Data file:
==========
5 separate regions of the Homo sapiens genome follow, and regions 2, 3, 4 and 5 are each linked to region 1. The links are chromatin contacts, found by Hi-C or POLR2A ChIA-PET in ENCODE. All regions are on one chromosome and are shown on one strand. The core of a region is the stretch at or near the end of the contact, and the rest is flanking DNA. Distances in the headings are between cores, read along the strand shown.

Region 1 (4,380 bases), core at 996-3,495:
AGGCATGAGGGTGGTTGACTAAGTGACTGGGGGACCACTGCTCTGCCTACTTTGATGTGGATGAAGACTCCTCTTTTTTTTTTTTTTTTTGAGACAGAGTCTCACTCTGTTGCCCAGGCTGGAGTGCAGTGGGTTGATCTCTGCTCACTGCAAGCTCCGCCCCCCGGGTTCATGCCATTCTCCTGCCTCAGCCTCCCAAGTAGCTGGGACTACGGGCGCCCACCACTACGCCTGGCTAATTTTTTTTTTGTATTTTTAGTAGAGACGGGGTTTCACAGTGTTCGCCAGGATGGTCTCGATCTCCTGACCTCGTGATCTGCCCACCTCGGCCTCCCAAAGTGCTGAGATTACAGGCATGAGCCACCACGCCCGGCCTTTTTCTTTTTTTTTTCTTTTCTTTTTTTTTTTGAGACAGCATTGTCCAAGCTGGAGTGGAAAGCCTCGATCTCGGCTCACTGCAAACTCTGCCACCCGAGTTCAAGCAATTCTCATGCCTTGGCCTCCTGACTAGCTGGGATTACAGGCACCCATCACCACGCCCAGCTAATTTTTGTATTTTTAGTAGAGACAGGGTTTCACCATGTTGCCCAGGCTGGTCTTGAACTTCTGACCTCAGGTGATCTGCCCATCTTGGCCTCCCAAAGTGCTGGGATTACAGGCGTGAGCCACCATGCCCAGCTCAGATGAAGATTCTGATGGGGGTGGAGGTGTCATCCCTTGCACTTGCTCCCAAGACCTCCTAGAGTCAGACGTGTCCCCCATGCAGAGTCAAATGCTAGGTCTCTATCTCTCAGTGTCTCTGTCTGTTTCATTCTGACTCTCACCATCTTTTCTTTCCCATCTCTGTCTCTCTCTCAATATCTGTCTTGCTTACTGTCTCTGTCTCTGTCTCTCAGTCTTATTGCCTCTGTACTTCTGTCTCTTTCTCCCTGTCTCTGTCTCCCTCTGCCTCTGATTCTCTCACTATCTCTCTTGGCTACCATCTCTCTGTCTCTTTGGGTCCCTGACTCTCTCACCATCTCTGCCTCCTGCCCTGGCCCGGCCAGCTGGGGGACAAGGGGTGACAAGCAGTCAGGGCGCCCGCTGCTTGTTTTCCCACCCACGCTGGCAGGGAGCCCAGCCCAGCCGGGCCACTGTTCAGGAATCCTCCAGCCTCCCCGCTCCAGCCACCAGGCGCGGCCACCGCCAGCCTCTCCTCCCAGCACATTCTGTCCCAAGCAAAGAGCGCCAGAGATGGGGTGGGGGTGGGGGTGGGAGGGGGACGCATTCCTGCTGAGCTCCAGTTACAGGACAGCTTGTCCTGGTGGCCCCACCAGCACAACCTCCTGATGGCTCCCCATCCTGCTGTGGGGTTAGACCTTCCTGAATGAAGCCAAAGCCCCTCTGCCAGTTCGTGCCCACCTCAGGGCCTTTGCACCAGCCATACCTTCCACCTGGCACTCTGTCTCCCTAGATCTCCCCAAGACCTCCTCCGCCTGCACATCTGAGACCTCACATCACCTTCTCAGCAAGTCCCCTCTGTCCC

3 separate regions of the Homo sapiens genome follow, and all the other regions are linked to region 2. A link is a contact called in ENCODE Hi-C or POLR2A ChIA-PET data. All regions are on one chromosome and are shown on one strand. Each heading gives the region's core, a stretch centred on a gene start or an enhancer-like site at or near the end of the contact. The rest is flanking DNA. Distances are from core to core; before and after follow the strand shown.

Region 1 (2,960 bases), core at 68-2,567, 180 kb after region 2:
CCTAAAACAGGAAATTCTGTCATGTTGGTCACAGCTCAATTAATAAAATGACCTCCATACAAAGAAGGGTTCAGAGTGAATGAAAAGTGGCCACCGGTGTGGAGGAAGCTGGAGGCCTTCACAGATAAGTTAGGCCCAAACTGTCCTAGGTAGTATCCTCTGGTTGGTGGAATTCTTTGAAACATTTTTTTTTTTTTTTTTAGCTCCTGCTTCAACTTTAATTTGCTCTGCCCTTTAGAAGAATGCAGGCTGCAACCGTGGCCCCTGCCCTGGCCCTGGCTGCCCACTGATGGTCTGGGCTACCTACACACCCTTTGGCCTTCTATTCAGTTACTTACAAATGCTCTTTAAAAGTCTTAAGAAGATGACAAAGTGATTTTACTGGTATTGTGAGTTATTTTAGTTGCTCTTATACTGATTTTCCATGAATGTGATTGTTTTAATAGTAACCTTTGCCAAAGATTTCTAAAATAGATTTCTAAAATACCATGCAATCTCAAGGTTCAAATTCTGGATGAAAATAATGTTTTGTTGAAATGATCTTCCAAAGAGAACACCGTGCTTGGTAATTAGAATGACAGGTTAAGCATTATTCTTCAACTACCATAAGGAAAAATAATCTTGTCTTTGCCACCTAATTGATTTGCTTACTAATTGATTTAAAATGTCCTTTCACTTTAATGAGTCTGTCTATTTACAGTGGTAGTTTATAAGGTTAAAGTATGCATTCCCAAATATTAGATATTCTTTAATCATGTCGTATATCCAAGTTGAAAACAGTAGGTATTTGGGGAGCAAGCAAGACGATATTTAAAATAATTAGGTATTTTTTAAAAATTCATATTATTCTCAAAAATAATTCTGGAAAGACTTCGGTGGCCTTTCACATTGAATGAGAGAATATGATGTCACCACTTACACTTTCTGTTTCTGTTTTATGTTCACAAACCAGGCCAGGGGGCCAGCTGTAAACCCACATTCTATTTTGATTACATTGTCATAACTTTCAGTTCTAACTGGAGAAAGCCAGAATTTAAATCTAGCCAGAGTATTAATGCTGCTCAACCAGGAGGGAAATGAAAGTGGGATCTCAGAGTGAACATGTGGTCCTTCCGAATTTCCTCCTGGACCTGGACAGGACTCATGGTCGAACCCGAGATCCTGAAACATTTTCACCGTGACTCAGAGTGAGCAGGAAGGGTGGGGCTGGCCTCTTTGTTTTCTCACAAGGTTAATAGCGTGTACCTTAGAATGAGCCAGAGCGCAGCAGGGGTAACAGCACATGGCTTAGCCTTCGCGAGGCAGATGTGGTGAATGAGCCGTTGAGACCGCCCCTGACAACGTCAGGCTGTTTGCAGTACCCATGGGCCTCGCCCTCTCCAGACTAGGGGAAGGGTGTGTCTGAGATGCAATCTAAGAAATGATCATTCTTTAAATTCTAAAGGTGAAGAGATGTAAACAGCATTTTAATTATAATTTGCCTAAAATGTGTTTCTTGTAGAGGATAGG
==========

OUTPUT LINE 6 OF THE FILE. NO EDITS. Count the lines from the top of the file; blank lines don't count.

CCTAAAACAGGAAATTCTGTCATGTTGGTCACAGCTCAATTAATAAAATGACCTCCATACAAAGAAGGGTTCAGAGTGAATGAAAAGTGGCCACCGGTGTGGAGGAAGCTGGAGGCCTTCACAGATAAGTTAGGCCCAAACTGTCCTAGGTAGTATCCTCTGGTTGGTGGAATTCTTTGAAACATTTTTTTTTTTTTTTTTAGCTCCTGCTTCAACTTTAATTTGCTCTGCCCTTTAGAAGAATGCAGGCTGCAACCGTGGCCCCTGCCCTGGCCCTGGCTGCCCACTGATGGTCTGGGCTACCTACACACCCTTTGGCCTTCTATTCAGTTACTTACAAATGCTCTTTAAAAGTCTTAAGAAGATGACAAAGTGATTTTACTGGTATTGTGAGTTATTTTAGTTGCTCTTATACTGATTTTCCATGAATGTGATTGTTTTAATAGTAACCTTTGCCAAAGATTTCTAAAATAGATTTCTAAAATACCATGCAATCTCAAGGTTCAAATTCTGGATGAAAATAATGTTTTGTTGAAATGATCTTCCAAAGAGAACACCGTGCTTGGTAATTAGAATGACAGGTTAAGCATTATTCTTCAACTACCATAAGGAAAAATAATCTTGTCTTTGCCACCTAATTGATTTGCTTACTAATTGATTTAAAATGTCCTTTCACTTTAATGAGTCTGTCTATTTACAGTGGTAGTTTATAAGGTTAAAGTATGCATTCCCAAATATTAGATATTCTTTAATCATGTCGTATATCCAAGTTGAAAACAGTAGGTATTTGGGGAGCAAGCAAGACGATATTTAAAATAATTAGGTATTTTTTAAAAATTCATATTATTCTCAAAAATAATTCTGGAAAGACTTCGGTGGCCTTTCACATTGAATGAGAGAATATGATGTCACCACTTACACTTTCTGTTTCTGTTTTATGTTCACAAACCAGGCCAGGGGGCCAGCTGTAAACCCACATTCTATTTTGATTACATTGTCATAACTTTCAGTTCTAACTGGAGAAAGCCAGAATTTAAATCTAGCCAGAGTATTAATGCTGCTCAACCAGGAGGGAAATGAAAGTGGGATCTCAGAGTGAACATGTGGTCCTTCCGAATTTCCTCCTGGACCTGGACAGGACTCATGGTCGAACCCGAGATCCTGAAACATTTTCACCGTGACTCAGAGTGAGCAGGAAGGGTGGGGCTGGCCTCTTTGTTTTCTCACAAGGTTAATAGCGTGTACCTTAGAATGAGCCAGAGCGCAGCAGGGGTAACAGCACATGGCTTAGCCTTCGCGAGGCAGATGTGGTGAATGAGCCGTTGAGACCGCCCCTGACAACGTCAGGCTGTTTGCAGTACCCATGGGCCTCGCCCTCTCCAGACTAGGGGAAGGGTGTGTCTGAGATGCAATCTAAGAAATGATCATTCTTTAAATTCTAAAGGTGAAGAGATGTAAACAGCATTTTAATTATAATTTGCCTAAAATGTGTTTCTTGTAGAGGATAGG